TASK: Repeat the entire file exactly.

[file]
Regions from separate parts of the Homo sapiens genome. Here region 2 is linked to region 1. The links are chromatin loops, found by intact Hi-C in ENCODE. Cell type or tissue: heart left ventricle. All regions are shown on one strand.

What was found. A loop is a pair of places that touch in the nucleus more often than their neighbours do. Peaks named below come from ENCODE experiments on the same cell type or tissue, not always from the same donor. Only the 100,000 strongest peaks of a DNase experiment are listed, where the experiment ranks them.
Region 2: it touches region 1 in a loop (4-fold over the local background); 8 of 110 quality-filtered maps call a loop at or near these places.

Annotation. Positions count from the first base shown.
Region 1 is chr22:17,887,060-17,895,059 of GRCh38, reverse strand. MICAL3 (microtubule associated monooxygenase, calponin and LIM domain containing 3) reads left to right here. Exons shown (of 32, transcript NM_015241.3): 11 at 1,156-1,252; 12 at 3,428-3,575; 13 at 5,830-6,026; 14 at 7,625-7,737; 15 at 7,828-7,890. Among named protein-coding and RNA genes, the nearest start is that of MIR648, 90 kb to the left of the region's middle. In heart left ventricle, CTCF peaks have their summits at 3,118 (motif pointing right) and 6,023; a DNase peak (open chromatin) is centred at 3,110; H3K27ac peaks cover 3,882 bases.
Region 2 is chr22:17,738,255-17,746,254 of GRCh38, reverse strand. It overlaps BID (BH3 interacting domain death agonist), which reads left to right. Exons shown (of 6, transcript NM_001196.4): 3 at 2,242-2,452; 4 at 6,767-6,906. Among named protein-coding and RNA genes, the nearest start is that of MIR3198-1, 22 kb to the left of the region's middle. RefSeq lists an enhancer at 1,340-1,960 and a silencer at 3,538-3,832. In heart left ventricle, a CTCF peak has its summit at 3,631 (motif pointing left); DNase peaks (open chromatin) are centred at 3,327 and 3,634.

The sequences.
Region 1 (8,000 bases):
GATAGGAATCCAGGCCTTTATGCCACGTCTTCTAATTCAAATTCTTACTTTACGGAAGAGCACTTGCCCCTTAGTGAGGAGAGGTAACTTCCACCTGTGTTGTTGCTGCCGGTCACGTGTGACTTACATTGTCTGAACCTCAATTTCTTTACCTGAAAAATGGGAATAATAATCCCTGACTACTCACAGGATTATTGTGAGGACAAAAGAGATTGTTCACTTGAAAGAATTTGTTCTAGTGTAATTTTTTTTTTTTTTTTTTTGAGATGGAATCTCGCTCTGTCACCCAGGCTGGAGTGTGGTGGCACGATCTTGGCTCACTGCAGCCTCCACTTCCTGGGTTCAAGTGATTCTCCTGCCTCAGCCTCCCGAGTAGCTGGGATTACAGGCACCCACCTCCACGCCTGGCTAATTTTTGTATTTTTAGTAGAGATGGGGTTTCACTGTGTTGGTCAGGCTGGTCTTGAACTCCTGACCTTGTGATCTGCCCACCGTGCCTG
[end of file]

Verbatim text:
Regions from separate parts of the Homo sapiens genome. Here region 2 is linked to region 1. The links are chromatin loops, found by intact Hi-C in ENCODE. Cell type or tissue: heart left ventricle. All regions are shown on one strand.

What was found. A loop is a pair of places that touch in the nucleus more often than their neighbours do. Peaks named below come from ENCODE experiments on the same cell type or tissue, not always from the same donor. Only the 100,000 strongest peaks of a DNase experiment are listed, where the experiment ranks them.
Region 2: it touches region 1 in a loop (4-fold over the local background); 8 of 110 quality-filtered maps call a loop at or near these places.

Annotation. Positions count from the first base shown.
Region 1 is chr22:17,887,060-17,895,059 of GRCh38, reverse strand. MICAL3 (microtubule associated monooxygenase, calponin and LIM domain containing 3) reads left to right here. Exons shown (of 32, transcript NM_015241.3): 11 at 1,156-1,252; 12 at 3,428-3,575; 13 at 5,830-6,026; 14 at 7,625-7,737; 15 at 7,828-7,890. Among named protein-coding and RNA genes, the nearest start is that of MIR648, 90 kb to the left of the region's middle. In heart left ventricle, CTCF peaks have their summits at 3,118 (motif pointing right) and 6,023; a DNase peak (open chromatin) is centred at 3,110; H3K27ac peaks cover 3,882 bases.
Region 2 is chr22:17,738,255-17,746,254 of GRCh38, reverse strand. It overlaps BID (BH3 interacting domain death agonist), which reads left to right. Exons shown (of 6, transcript NM_001196.4): 3 at 2,242-2,452; 4 at 6,767-6,906. Among named protein-coding and RNA genes, the nearest start is that of MIR3198-1, 22 kb to the left of the region's middle. RefSeq lists an enhancer at 1,340-1,960 and a silencer at 3,538-3,832. In heart left ventricle, a CTCF peak has its summit at 3,631 (motif pointing left); DNase peaks (open chromatin) are centred at 3,327 and 3,634.

The sequences.
Region 1 (8,000 bases):
GATAGGAATCCAGGCCTTTATGCCACGTCTTCTAATTCAAATTCTTACTTTACGGAAGAGCACTTGCCCCTTAGTGAGGAGAGGTAACTTCCACCTGTGTTGTTGCTGCCGGTCACGTGTGACTTACATTGTCTGAACCTCAATTTCTTTACCTGAAAAATGGGAATAATAATCCCTGACTACTCACAGGATTATTGTGAGGACAAAAGAGATTGTTCACTTGAAAGAATTTGTTCTAGTGTAATTTTTTTTTTTTTTTTTTTGAGATGGAATCTCGCTCTGTCACCCAGGCTGGAGTGTGGTGGCACGATCTTGGCTCACTGCAGCCTCCACTTCCTGGGTTCAAGTGATTCTCCTGCCTCAGCCTCCCGAGTAGCTGGGATTACAGGCACCCACCTCCACGCCTGGCTAATTTTTGTATTTTTAGTAGAGATGGGGTTTCACTGTGTTGGTCAGGCTGGTCTTGAACTCCTGACCTTGTGATCTGCCCACCGTGCCTG